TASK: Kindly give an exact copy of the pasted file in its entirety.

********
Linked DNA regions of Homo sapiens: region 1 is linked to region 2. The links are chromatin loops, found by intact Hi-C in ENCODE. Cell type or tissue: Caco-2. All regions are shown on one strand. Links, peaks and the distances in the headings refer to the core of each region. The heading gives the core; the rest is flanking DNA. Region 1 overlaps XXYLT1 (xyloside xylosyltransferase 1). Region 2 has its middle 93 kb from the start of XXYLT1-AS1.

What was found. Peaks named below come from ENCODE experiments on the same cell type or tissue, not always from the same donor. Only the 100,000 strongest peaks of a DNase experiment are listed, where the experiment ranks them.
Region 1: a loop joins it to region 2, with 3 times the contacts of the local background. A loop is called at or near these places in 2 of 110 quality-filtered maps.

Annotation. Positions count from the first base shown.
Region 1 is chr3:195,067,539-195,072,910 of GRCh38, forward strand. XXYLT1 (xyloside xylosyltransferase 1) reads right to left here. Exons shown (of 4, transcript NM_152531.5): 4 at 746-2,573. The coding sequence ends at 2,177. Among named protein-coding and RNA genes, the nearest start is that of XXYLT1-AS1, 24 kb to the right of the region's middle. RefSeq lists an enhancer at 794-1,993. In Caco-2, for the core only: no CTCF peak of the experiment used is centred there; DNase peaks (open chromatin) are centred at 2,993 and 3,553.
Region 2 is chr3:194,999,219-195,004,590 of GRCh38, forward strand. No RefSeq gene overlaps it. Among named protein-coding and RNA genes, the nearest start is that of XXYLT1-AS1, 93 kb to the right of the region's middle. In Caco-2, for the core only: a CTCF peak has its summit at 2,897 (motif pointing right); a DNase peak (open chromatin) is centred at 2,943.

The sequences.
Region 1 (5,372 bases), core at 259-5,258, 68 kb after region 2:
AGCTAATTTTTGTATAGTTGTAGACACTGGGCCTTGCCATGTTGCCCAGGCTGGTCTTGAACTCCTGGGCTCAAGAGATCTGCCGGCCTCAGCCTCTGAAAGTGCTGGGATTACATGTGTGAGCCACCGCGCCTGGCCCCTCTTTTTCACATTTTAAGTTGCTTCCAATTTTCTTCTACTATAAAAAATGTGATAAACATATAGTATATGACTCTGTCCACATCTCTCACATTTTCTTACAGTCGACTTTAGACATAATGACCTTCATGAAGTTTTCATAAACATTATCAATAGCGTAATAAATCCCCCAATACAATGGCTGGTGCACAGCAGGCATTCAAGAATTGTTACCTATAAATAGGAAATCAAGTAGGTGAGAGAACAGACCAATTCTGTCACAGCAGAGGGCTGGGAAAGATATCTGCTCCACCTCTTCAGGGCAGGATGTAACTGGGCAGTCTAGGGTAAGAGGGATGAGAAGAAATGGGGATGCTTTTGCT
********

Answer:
Linked DNA regions of Homo sapiens: region 1 is linked to region 2. The links are chromatin loops, found by intact Hi-C in ENCODE. Cell type or tissue: Caco-2. All regions are shown on one strand. Links, peaks and the distances in the headings refer to the core of each region. The heading gives the core; the rest is flanking DNA. Region 1 overlaps XXYLT1 (xyloside xylosyltransferase 1). Region 2 has its middle 93 kb from the start of XXYLT1-AS1.

What was found. Peaks named below come from ENCODE experiments on the same cell type or tissue, not always from the same donor. Only the 100,000 strongest peaks of a DNase experiment are listed, where the experiment ranks them.
Region 1: a loop joins it to region 2, with 3 times the contacts of the local background. A loop is called at or near these places in 2 of 110 quality-filtered maps.

Annotation. Positions count from the first base shown.
Region 1 is chr3:195,067,539-195,072,910 of GRCh38, forward strand. XXYLT1 (xyloside xylosyltransferase 1) reads right to left here. Exons shown (of 4, transcript NM_152531.5): 4 at 746-2,573. The coding sequence ends at 2,177. Among named protein-coding and RNA genes, the nearest start is that of XXYLT1-AS1, 24 kb to the right of the region's middle. RefSeq lists an enhancer at 794-1,993. In Caco-2, for the core only: no CTCF peak of the experiment used is centred there; DNase peaks (open chromatin) are centred at 2,993 and 3,553.
Region 2 is chr3:194,999,219-195,004,590 of GRCh38, forward strand. No RefSeq gene overlaps it. Among named protein-coding and RNA genes, the nearest start is that of XXYLT1-AS1, 93 kb to the right of the region's middle. In Caco-2, for the core only: a CTCF peak has its summit at 2,897 (motif pointing right); a DNase peak (open chromatin) is centred at 2,943.

The sequences.
Region 1 (5,372 bases), core at 259-5,258, 68 kb after region 2:
AGCTAATTTTTGTATAGTTGTAGACACTGGGCCTTGCCATGTTGCCCAGGCTGGTCTTGAACTCCTGGGCTCAAGAGATCTGCCGGCCTCAGCCTCTGAAAGTGCTGGGATTACATGTGTGAGCCACCGCGCCTGGCCCCTCTTTTTCACATTTTAAGTTGCTTCCAATTTTCTTCTACTATAAAAAATGTGATAAACATATAGTATATGACTCTGTCCACATCTCTCACATTTTCTTACAGTCGACTTTAGACATAATGACCTTCATGAAGTTTTCATAAACATTATCAATAGCGTAATAAATCCCCCAATACAATGGCTGGTGCACAGCAGGCATTCAAGAATTGTTACCTATAAATAGGAAATCAAGTAGGTGAGAGAACAGACCAATTCTGTCACAGCAGAGGGCTGGGAAAGATATCTGCTCCACCTCTTCAGGGCAGGATGTAACTGGGCAGTCTAGGGTAAGAGGGATGAGAAGAAATGGGGATGCTTTTGCT